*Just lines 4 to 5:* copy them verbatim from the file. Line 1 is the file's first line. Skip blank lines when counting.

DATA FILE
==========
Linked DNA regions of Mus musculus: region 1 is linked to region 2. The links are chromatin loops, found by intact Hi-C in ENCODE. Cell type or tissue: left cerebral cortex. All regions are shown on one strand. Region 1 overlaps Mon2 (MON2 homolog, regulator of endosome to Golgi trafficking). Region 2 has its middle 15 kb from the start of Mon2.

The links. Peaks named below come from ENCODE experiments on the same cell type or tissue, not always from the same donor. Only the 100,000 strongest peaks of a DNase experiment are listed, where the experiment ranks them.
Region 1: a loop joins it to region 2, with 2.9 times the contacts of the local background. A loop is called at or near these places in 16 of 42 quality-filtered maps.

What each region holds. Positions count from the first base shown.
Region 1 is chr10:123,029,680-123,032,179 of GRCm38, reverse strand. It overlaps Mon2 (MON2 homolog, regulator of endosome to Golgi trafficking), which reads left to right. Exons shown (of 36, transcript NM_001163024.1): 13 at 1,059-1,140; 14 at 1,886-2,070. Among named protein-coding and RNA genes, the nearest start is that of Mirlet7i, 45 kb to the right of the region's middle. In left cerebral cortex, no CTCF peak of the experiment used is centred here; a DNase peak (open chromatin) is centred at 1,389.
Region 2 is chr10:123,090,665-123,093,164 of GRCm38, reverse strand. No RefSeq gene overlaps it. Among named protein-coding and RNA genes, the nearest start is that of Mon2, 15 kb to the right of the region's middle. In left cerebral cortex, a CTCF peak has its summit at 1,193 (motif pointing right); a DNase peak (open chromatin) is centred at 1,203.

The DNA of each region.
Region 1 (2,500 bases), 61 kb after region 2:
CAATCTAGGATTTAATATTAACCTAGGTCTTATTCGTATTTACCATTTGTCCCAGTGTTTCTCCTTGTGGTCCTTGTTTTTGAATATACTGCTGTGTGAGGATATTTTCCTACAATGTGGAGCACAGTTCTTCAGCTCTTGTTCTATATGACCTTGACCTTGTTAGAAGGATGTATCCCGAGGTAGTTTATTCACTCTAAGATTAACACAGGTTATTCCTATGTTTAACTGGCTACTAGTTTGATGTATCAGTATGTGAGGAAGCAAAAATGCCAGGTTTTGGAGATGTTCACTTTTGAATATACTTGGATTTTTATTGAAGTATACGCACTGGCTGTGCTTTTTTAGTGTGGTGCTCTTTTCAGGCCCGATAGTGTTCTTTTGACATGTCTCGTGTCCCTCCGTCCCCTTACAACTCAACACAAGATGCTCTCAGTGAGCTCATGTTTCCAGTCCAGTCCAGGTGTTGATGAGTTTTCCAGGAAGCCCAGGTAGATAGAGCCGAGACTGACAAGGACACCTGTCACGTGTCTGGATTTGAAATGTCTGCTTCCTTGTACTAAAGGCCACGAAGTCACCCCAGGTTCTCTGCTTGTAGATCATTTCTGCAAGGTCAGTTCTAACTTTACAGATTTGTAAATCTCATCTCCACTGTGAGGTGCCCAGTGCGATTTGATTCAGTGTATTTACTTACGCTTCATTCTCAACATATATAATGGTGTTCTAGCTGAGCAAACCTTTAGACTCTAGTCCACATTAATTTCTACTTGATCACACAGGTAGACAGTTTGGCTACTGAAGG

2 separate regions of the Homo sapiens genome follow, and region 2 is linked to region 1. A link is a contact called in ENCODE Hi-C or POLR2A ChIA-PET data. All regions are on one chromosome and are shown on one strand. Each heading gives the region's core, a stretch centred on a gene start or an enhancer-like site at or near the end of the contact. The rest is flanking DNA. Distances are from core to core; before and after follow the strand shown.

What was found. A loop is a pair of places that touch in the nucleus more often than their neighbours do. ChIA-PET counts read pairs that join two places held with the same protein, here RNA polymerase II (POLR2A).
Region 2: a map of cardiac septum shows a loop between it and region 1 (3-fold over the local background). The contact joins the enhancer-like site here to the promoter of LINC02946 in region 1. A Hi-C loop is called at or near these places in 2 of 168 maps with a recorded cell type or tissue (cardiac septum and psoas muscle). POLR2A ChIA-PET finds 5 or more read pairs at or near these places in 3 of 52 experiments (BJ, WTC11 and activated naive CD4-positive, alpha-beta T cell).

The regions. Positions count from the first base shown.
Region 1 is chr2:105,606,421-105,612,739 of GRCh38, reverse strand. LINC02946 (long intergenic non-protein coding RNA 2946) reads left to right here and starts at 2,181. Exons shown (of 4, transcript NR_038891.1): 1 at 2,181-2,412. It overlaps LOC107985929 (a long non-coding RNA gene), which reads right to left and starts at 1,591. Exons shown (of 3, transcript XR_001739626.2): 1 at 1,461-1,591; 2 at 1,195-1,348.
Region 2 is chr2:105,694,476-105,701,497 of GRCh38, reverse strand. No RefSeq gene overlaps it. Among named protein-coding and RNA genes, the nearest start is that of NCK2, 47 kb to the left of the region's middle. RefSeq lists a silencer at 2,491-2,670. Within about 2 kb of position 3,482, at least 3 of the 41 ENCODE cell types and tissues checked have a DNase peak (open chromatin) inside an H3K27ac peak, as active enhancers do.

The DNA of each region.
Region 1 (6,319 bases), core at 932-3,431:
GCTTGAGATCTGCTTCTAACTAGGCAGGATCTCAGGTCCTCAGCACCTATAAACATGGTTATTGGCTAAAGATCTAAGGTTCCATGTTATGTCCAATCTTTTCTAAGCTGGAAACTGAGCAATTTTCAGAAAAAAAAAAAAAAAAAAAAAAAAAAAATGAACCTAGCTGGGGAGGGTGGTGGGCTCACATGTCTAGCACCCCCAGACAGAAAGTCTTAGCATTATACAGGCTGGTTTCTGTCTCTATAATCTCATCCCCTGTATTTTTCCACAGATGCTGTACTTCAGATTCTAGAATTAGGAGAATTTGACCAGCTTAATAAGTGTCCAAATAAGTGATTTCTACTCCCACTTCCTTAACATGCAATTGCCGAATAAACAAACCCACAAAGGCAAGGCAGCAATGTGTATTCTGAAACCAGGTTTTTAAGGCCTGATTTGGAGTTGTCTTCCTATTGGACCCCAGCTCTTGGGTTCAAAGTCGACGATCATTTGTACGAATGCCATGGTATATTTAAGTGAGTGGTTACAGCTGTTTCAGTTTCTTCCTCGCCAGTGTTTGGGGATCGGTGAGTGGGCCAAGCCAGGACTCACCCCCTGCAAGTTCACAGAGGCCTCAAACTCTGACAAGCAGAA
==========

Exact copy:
What each region holds. Positions count from the first base shown.
Region 1 is chr10:123,029,680-123,032,179 of GRCm38, reverse strand. It overlaps Mon2 (MON2 homolog, regulator of endosome to Golgi trafficking), which reads left to right. Exons shown (of 36, transcript NM_001163024.1): 13 at 1,059-1,140; 14 at 1,886-2,070. Among named protein-coding and RNA genes, the nearest start is that of Mirlet7i, 45 kb to the right of the region's middle. In left cerebral cortex, no CTCF peak of the experiment used is centred here; a DNase peak (open chromatin) is centred at 1,389.